A growing clamor for women artists saw Nellie Mae Rowe and Sister Gertrude Morgan both surpass estimations. In 2020, Minnie Evans set a new auction record at $32,500, as did Judith Scott and Laura Craig McNellis last year at $52,500 and $5,250 respectively.

Sister Gertrude Morgan, Climbing High Mountains Trying to Get Home. Courtesy Christie’s Images Ltd.

An Institutional Boost

Zimmerman joined Christie’s in 2014, when the house noticed that the contemporary sales featuring works by Outsider artists were attracting a rush of new registrants. The house’s inaugural sale for Outsider and Vernacular Art in 2016 immediately broke the highest record for the category with William Edmondson’s Boxer (1936) sculpture fetching a hammer price of $785,000. In recent years, the sales have reliably achieved sell-through rates in the high-90s, even as the number of lots have leapt from 68 in 2017 to 143 this year.

The offering of works by Fagaly speaks to the role of institutions in raising the profiles of Outsider artists. Major shows from the past year include Nellie Mae Rowe at the High Museum and, at MoMA, Joseph E. Yoakum, whose final sale price of $22,500 for a 1964 drawing of a mountain range in Bolivia was twice its $10,000 high estimate.

Blue-chip galleries have jumped on the trend, with James Castle currently showing at David Zwirner in New York and Blum & Poe announcing their representation of the Thornton Dial Estate in November. “These galleries don’t need to do the heavy lifting of getting an obscure artist recognised,” Edlin said. “That’s already been done. They’ve already been written about in the press and now, with their resources, the galleries are able to step in and show the work.”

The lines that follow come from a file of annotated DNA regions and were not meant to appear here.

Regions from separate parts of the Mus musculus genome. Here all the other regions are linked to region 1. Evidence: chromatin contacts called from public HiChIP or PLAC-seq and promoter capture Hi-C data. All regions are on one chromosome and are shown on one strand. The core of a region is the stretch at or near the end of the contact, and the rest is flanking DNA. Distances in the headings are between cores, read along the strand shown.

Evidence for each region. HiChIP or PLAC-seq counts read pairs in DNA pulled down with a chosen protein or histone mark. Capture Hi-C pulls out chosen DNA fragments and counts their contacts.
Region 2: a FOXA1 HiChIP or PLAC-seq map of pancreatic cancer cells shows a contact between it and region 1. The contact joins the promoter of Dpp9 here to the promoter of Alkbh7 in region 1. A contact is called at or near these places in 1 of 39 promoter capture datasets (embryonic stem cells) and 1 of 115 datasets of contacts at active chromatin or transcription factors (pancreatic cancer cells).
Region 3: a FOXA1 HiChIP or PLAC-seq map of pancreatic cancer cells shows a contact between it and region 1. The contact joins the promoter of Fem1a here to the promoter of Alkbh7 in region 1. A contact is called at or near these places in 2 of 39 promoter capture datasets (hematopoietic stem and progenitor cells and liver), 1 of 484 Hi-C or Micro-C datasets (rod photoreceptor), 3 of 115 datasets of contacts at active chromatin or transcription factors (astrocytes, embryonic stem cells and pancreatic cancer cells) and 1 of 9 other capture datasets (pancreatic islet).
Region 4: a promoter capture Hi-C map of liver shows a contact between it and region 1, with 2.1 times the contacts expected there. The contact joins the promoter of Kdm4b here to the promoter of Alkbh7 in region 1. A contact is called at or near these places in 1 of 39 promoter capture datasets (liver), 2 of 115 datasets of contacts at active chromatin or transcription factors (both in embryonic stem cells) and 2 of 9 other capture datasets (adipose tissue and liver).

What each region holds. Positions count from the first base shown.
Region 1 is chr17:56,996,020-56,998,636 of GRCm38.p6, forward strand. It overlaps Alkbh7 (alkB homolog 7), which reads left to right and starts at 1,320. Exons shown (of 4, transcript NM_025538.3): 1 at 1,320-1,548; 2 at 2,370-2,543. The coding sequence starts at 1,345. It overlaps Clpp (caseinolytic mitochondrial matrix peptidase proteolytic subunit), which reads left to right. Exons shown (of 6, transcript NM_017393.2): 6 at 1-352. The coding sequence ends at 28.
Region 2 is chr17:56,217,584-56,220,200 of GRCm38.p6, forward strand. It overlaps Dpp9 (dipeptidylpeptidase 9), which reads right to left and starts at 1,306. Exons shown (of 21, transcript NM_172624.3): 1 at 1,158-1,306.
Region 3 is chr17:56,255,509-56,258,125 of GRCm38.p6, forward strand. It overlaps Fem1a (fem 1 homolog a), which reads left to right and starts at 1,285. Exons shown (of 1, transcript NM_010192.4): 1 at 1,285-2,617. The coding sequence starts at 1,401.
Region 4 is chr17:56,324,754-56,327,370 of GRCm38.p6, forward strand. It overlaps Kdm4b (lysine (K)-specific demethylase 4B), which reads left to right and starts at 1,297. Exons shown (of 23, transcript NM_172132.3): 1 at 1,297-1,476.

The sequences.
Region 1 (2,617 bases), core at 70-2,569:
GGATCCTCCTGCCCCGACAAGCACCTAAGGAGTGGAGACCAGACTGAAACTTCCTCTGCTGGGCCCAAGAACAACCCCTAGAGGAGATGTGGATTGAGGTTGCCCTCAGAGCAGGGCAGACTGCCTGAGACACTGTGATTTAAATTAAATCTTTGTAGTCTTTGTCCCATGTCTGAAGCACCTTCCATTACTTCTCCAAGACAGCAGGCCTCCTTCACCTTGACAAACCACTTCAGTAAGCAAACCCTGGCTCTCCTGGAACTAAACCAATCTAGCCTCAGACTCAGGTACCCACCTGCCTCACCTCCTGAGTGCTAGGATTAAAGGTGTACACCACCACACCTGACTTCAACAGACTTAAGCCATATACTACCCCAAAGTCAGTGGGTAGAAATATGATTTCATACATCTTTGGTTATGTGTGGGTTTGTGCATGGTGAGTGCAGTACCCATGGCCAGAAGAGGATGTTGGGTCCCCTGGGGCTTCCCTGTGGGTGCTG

As watershed moments, Edlin names Klaus Biesenbach’s “Disasters of War” show at PS1 in 2000, which placed Darger in the same context as Goya and The Chapman Brothers, and Massimiliano Gioni’s “The Encyclopaedic Palace” at the Venice Biennale in 2013. Based on a work by self-taught Italian-American artist Marino Auriti, the show mixed works by the Outsider artists Shinichi Sawada, Friedrich Schröder-Sonnenstern, and Arthur Bispo do Rosário with highly established names like Wade Guyton and Tacita Dean.

William Hawkins, <i>Alamo</i>. Courtesy Christie's Images Ltd.

William Hawkins, Alamo. Courtesy Christie’s Images Ltd.

Events like these switched the context in which audiences perceived Outsider artists from folk to contemporary. “I am starting to partner increasingly with our colleagues in postwar and contemporary art as our buyer bases become more and more entwined,” Zimmerman said. “People are starting to consider Outsider art as part of the larger picture of what was happening in modern art.”

“Modernism and postmodernism have both embraced this material for its formal and aesthetic kinships,” Valerie Rousseau of the American Folk Art Museum added, citing the schematic style and formal economy of Traylor and William Edmondson.

Efforts to broaden the art historical canon, reflected in MoMA’s much-publicised rehang of 2019, have pushed collectors and curators to consider the gaps they need to fill. “Just as the diversity of the exhibition venues has grown, so has the diversity of the viewership and clientele,” Zimmerman said. “What else was happening at the time that Rauschenberg was working? People are looking to get a more holistic picture of popular culture.” She anticipates more conversations around individual artists, as they receive their first major retrospectives.

As the art world scrambles to revive overlooked women artists and the market for Black artists thrives, Outsider art has become a cross-collecting category. For those interested in modern and contemporary art, it has gained a rival cultural cachet at a far more accessible price point.